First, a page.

The Aftermath Matters More Than the Battle
Taking Marja militarily is the easy part, Haroun Mir says—the test is convincing Pakistan to deny safe haven to Taliban extremists and whether the Afghan government can ever effectively govern.
The ongoing offensive in the Nad-i-Ali and Marja districts of Helmand province is a key test of the U.S. military's efforts to stabilize Afghanistan. It’s obvious that approximately 2,000 Taliban fighters could not resist a joint assault by 15,000 well-trained U.S., NATO, and Afghan troops. U.S. forces will easily win this battle. However, the faith of the war depends on the aftermath of this military operation.
In fact, the last U.S. offensive in Helmand province in July 2009 did not meet its intended objective because Taliban fighters abandoned their position only to re-group as a viable opposition force after Afghan forces failed to establish control of gained territory when U.S. forces left the battlefield. Alongside the limited capacity of the Afghan national police, inadequate behavior by Afghan security forces in the context of tribal rivalries in Helmand province exacerbated the resentment of the local population to government rule.
The inability of the Afghan government to establish and consolidate good-governance in remote towns and villages was one of the main reasons for the re-emergence of Taliban forces.
The U.S. military surge in combat troops offers new hope for a successful military endeavor against Taliban and extremist forces. The new military objective is not confined only to defeating enemy forces, but also focuses on holding gained territory and rebuilding what has been destroyed during the military operation. Success in this endeavor is crucial for achieving the difficult task of winning hearts and minds of the local population.
Another key issue is to what extent the U.S. administration will be able to coerce the government of Pakistan to deny Taliban and other extremist groups with safe havens and sanctuaries where they continue to enjoy training plus financial, logistical, and military support.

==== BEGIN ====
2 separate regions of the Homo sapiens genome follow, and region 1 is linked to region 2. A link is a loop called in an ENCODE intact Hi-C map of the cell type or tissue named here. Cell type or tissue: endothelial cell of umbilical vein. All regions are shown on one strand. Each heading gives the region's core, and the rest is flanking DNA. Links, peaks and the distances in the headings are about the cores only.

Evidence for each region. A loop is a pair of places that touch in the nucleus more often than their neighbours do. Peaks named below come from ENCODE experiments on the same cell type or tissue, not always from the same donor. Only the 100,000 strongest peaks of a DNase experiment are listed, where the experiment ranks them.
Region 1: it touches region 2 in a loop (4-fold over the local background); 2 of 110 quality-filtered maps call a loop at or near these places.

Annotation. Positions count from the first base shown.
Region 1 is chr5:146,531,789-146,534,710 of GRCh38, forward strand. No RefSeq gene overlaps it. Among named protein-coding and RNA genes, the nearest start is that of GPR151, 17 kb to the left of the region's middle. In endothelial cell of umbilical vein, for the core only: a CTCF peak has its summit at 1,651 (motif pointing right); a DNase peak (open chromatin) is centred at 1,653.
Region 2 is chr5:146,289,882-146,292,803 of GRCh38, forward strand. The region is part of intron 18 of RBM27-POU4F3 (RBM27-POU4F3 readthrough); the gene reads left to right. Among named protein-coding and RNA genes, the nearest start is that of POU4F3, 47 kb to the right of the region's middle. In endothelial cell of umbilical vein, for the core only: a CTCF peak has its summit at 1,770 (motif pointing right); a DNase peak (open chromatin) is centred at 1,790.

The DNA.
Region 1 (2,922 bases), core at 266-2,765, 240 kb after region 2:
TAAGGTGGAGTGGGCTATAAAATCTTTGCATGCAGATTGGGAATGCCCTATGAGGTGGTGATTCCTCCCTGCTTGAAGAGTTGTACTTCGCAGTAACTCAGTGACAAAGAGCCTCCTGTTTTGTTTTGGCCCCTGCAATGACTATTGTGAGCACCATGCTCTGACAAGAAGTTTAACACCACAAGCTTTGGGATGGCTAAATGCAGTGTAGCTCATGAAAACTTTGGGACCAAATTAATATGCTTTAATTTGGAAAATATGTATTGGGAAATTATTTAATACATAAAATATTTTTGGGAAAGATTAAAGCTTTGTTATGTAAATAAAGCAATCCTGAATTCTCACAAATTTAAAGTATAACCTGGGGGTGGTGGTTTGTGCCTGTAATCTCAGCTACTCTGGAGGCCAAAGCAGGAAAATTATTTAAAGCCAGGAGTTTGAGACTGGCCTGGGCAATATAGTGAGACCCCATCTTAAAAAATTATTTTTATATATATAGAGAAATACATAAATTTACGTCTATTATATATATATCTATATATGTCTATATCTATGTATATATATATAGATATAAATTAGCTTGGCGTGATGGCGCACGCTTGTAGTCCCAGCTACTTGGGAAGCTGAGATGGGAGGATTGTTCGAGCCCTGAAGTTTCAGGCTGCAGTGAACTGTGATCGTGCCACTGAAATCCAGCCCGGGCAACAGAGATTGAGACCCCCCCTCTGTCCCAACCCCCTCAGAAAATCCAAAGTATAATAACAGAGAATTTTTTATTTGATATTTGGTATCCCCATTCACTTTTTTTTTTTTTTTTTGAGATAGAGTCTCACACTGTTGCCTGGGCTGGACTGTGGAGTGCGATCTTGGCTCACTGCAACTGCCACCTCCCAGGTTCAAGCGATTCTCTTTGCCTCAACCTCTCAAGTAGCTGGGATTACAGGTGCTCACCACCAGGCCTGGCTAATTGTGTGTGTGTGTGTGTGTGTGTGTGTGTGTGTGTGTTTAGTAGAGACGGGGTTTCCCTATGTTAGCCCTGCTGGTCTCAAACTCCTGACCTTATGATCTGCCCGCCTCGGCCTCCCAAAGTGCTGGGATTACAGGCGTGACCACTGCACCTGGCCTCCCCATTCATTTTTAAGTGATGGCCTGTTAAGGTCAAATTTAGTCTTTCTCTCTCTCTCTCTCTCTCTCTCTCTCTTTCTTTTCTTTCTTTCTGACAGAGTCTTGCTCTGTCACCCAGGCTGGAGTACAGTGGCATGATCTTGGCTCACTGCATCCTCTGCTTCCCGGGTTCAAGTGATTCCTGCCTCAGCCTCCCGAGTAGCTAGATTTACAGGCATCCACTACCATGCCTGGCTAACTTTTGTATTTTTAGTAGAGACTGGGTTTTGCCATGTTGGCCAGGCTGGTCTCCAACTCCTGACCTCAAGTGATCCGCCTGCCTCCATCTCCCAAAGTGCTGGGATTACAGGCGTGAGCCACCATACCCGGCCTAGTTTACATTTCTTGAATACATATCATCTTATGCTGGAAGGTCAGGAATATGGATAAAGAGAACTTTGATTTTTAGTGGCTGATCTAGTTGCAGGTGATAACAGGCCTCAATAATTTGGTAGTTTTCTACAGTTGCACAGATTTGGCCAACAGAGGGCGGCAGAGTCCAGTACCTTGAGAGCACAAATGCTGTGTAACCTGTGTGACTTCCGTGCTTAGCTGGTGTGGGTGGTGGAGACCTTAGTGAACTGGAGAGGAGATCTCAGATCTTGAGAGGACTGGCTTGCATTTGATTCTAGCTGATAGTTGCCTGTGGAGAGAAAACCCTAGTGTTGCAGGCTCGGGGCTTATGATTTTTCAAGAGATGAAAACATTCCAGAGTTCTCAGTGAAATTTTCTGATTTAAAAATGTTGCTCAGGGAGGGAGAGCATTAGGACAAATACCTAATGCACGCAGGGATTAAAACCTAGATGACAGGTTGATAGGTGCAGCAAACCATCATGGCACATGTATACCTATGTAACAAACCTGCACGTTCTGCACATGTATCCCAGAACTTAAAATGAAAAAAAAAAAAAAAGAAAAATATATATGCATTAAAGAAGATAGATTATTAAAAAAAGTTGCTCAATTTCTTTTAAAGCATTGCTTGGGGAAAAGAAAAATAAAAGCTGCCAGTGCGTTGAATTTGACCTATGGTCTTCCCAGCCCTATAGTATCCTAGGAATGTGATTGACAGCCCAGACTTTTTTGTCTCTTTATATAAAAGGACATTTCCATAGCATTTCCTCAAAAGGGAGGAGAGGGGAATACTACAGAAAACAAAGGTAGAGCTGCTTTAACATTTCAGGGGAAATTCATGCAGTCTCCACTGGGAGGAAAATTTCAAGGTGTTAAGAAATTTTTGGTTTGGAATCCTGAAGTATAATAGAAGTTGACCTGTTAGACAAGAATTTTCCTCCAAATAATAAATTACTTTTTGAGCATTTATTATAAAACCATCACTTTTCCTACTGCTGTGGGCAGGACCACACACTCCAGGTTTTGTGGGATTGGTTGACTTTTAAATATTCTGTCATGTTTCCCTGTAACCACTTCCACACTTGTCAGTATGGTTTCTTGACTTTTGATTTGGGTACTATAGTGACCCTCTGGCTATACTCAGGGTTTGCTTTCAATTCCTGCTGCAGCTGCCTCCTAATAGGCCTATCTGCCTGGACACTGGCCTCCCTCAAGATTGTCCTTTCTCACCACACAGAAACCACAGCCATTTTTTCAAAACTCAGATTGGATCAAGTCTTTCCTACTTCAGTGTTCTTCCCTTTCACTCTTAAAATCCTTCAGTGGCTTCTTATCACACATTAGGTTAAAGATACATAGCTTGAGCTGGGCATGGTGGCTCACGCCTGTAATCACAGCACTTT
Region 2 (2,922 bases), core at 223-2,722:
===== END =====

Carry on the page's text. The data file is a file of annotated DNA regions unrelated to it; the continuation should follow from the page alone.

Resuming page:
Moreover, the recent capture of Mullah Baradar, a top Taliban leader, is a big blow for Taliban commanders and foot soldiers in terms of morale. It will certainly disrupt the Taliban's command and control, as well as send a clear warning to other Taliban leaders residing in Pakistan.
Parag Khanna and Melissa Payson: The Taliban Are Still Here to Stay
• Michael O'Hanlon: What the Marja Offensive CostsIt goes without saying that the increased U.S. military presence and pressure is necessary for breaking the Taliban's momentum. But it is by now evident that military means alone will not stabilize Afghanistan. A successful Afghan strategy is also dependent on a credible and effective Afghan government. The inability of the Afghan government to establish and consolidate good-governance in remote towns and villages was one of the main reasons for the re-emergence of Taliban forces in the conflict-prone south and southeastern provinces of Afghanistan during late 2003 and early 2004.
Indeed, the Taliban were defeated militarily in 2001. And the result of the current military campaign in Nad-i-Ali and Marja will be the same. Our main concern should not be the strength of the Taliban, but rather the weakness of the Afghan government and its inability to offer Afghans basic services. A key concern for Afghans and the international community is endemic corruption, cronyism, and nepotism at the central and local levels of government. Many wonder how the Afghan government will be able to regain the trust of local people in Marja and Nad-i-Ali when Afghans living and working within 100 meters of the presidential palace doubt the ability of the central government.
Ultimately, the faith of the U.S. strategy depends on the ability of the local government to maintain security and ensure the local population with justice, good governance and basic services.
Haroun Mir is the director of Afghanistan's Center for Research and Policy Studies.